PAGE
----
"Whilst volunteering with Mission Rabies in Africa, I spent the first week holding educational classes in schools. These lessons covered dog body language, the rabies virus and what to do if they got bitten. I was quite shocked at the broad lack of understanding surrounding dog behaviour, and you could really understand why the dog bite to child death ratio from rabies at the start was so high. On my return to the UK, I went to some local schools to give lessons to children and I decided to see if the children here knew what an unhappy or anxious dog looked like. I was absolutely astounded that the children here in the UK were just as unaware - it really hit home that there is still so much work to be done surrounding dog body language for bite prevention.

"I feel it is really important for RVNs to engage with children and teenagers, as they are our future. Going into schools and giving a careers talk can be very rewarding, but so can be doing exercises like the one I've just explained. You could be the reason a child doesn't get bitten. Here in the UK, thankfully, we do not have rabies, but even so, ensuring dogs have happy and healthy lives is paramount and providing children with the understanding of how dogs might be feeling, and how to behave around them is just as important."

What was your experience with Mission Rabies and how has it impacted you professionally and personally?  

"In May 2015, I spent 3 weeks volunteering on the launch project of Mission Rabies in Malawi. I couldn't have prepared myself for the awesome experience that laid ahead! I knew it would be wonderful but it truly was one of the best experiences of my career (so far!).

"My colleague Lisa (veterinarian) had been to India for the previous consecutive years, following the launch project there. Each year she returned and shared what she had been doing, and the amazing work of the charity. 2015 was a year where I was able to join in and I requested that I tag along! I was quite apprehensive to begin with as I had never been to a country like Malawi, nor experienced animals being viewed and treated differently to what they are here in the UK. Lisa and the rest of the team were incredibly supportive and helped ease me in. Everything was very well organised, and we were fully informed about what we were doing and what was expected of us.  

"The day started at 5am (yep, early!) and we would head up to HQ for a breakfast of porridge, fruit (and lots of sugar!) to help fuel us for the day. We would arrive in the city to meet our teams and then be out working until about 4pm in the afternoon. Then, it was back to base for dinner, time to prepare our boxes for the next day... and unsurprisingly we were in bed by 8pm! 

"The first week I took part in the education drive which involved going into schools and giving lessons to children about dog behaviour, the rabies virus and what to do if they got bitten. The enthusiasm from the children was insane and they were so keen to learn, which was great. You really felt that they took every word in!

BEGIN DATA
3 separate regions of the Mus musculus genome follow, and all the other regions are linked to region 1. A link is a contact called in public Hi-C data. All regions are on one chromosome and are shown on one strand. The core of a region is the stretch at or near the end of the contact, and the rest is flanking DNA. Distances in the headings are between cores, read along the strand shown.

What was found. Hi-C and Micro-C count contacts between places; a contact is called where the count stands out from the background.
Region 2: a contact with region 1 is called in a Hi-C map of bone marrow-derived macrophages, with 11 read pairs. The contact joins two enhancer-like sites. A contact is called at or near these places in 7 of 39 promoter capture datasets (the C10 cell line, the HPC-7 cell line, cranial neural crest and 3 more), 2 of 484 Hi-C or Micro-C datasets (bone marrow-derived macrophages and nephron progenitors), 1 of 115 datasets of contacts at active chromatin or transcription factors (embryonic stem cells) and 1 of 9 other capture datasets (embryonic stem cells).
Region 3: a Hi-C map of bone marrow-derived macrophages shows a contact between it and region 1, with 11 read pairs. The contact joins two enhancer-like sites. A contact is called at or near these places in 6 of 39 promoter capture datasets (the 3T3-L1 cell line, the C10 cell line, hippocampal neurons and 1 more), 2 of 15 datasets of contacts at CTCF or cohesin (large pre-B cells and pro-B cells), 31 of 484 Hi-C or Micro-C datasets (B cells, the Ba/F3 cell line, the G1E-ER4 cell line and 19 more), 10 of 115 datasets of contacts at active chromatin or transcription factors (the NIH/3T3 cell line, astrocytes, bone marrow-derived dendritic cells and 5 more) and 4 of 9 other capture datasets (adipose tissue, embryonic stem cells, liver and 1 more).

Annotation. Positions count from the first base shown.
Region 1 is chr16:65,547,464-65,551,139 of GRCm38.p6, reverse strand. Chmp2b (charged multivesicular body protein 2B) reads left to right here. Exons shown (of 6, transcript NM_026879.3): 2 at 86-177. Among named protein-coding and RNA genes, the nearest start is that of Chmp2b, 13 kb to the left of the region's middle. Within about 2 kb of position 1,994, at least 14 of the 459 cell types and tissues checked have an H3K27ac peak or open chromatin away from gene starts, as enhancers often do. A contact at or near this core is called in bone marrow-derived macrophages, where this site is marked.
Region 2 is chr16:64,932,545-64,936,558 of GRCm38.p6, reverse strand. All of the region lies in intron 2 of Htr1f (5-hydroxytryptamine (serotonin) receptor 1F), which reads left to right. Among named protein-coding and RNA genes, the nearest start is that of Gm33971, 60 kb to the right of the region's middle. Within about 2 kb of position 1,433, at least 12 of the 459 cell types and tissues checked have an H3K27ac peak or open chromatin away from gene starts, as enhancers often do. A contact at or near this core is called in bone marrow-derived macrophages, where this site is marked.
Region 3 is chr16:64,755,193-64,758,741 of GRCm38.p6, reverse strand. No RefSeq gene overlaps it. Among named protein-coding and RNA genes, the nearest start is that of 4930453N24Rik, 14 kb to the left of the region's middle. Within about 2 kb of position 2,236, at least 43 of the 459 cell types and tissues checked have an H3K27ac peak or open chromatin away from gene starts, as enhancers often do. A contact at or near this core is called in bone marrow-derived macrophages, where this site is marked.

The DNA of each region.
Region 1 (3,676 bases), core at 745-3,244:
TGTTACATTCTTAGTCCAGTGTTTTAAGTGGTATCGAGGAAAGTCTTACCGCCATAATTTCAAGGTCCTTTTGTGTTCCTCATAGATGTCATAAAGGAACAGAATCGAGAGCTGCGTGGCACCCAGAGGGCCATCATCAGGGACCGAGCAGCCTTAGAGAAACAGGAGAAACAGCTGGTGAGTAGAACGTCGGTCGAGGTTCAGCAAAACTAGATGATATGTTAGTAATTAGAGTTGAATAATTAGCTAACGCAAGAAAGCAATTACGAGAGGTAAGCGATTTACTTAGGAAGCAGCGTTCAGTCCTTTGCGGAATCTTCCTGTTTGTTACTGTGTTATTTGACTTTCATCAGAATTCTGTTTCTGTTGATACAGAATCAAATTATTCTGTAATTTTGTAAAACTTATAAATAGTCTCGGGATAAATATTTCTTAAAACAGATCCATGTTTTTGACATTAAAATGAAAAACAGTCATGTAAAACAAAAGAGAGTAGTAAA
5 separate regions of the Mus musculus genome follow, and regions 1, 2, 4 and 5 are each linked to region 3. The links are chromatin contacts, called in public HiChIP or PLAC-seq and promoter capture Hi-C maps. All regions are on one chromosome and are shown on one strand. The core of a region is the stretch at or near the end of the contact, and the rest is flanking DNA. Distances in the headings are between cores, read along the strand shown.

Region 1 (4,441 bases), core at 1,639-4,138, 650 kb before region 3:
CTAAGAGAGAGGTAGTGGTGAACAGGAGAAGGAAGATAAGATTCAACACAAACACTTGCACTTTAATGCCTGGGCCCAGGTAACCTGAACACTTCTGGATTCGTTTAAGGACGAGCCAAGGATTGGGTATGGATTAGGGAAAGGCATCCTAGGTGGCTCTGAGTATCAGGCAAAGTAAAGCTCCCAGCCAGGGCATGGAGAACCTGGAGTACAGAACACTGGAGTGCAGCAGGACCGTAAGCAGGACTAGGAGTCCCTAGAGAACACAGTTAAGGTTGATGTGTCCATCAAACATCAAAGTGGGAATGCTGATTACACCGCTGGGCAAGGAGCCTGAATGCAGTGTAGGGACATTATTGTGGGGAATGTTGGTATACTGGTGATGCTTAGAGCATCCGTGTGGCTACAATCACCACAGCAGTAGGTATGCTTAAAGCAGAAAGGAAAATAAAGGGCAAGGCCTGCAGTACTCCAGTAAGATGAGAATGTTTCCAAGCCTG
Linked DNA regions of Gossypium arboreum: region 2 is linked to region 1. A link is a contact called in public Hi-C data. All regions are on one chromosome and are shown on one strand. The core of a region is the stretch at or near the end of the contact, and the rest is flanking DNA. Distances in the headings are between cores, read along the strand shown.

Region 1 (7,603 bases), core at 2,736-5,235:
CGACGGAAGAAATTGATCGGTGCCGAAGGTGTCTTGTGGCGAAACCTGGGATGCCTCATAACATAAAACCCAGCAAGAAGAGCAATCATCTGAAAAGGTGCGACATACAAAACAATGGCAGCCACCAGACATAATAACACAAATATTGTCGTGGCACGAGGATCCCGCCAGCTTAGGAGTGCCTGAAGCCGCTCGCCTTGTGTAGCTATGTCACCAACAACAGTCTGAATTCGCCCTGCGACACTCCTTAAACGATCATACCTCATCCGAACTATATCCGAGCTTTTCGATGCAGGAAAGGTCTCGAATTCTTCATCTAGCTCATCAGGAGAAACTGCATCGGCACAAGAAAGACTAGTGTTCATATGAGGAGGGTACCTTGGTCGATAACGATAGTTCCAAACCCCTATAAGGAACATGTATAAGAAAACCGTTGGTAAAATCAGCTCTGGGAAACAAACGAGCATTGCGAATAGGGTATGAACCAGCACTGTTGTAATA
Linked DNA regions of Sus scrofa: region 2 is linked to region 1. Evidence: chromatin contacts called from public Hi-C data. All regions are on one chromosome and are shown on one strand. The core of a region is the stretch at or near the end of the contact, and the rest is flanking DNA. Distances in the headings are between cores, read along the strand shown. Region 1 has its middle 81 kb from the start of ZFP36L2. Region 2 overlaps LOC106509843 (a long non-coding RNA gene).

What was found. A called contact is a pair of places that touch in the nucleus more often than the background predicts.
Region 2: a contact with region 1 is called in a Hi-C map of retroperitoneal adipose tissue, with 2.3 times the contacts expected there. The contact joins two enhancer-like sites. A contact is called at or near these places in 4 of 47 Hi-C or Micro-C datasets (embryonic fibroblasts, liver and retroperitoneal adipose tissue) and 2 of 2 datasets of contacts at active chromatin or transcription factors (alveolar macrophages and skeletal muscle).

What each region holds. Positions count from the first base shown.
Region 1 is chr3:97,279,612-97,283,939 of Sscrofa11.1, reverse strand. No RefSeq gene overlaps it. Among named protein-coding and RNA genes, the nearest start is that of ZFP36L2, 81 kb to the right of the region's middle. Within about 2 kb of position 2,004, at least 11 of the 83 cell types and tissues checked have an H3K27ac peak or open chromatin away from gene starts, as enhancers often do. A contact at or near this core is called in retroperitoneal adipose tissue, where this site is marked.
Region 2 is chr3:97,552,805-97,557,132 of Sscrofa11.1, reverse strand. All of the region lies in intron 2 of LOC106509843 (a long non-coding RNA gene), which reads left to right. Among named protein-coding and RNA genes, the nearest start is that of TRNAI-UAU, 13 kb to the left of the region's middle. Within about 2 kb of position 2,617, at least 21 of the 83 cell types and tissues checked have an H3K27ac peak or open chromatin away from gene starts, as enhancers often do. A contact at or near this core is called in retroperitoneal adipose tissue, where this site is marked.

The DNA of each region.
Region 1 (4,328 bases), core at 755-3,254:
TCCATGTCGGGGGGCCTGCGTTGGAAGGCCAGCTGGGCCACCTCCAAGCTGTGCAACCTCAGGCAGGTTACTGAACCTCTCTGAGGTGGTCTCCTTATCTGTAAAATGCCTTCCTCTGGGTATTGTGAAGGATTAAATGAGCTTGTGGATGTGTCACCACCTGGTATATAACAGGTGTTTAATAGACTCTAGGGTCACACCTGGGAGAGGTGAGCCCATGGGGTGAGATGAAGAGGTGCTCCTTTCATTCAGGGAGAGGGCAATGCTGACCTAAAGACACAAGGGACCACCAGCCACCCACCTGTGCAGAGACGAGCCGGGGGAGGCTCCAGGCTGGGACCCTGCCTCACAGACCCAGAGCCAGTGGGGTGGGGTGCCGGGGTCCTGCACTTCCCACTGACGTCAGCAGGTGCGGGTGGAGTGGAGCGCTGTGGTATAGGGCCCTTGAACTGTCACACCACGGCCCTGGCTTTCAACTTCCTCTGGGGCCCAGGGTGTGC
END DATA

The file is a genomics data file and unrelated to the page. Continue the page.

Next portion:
"The second two weeks I was out on foot taking part in the vaccination drive. This part of the project involved walking door to door around the city (and in more rural mountainous areas too!) administering lifesaving vaccinations to dogs and cats. We would often walk over 20km per day! The owners were given an information leaflet to educate them about the disease. Most of the locals were extremely grateful for our efforts and many shared that they had lost loved ones to the virus. Every time you heard this it made it real, and it was hard to hear when you know that the virus is 100% preventable if vaccination was widely available not just to dogs, but to humans too.  

"Lisa and I were put together as a part of team 'Leopard' which included the help and support of six other Malawian volunteers who were brilliant and help us navigate our way around. After each vaccine had been administered, the data was recorded on a special GPS phone where the data was analysed at HQ. The dogs would then get a stripe drawn on their heads so we could keep track of who had been done, and who had not.

"At weekends, we held static vaccine drives at schools around the city. One day Lisa & I vaccinated over 500 dogs (and some cats!) between us.  

"In just 20 days, all of the volunteers vaccinated over 35,000 dogs in the city and educated over 45,000 children, which was amazing. It was hard work but absolutely worth it.  

"We were given two 'days off off per week where the Mission Rabies team would organise excursions for us. These days off were wonderful and involved exploring the countryside, going on safari, seeing the local wildlife... and taking a trip to lake Malawi which was one of the most beautiful places I've ever seen. These two days of R'N'R were much needed after the busy days that preceded them.

"Professionally, it impacted me in the sense I appreciated just how much easier it is the access veterinary care here, in the UK, but also hit home about how much work there is to be done in other parts of the world. The skills of veterinary nurses (and vets!) are very much needed.  

"Personally, the experience gave me a much wider perspective - not just in regards to my job but my life in general. I was completely out of my comfort zone and it did test me mentally and physically each day. I met some amazing people whilst there (some whom I am still in touch with!) and I cannot recommend Mission Rabies enough for your first veterinary charity experience. Every year, when I read updates in how fewer child deaths due to rabies are seen in the city it's amazing to feel like I/we helped with that. In addition, Mission Rabies is one of the very few projects which directly saves the lives of both dogs, cats and humans. #OneHealth"

If you could give one piece of advice to a young aspiring RVN, what would it be? 

"I would strongly recommend you seek work experience in a few different veterinary practices because everywhere is different and it will give you a broad perspective. I feel so enormously excited for you that you are considering a career as a RVN because, even after 16 years in practice, I still love going to work every day and have had so many amazing experiences as a result.

"Veterinary nursing opens so many doors and opportunities - there are very few careers where you can literally pick a location in the world and you will highly likely find a veterinary nurse job.

"Good luck and cherish every moment!"

Thank you to Lou, and to RVNs everywhere for going above and beyond to help animals in need.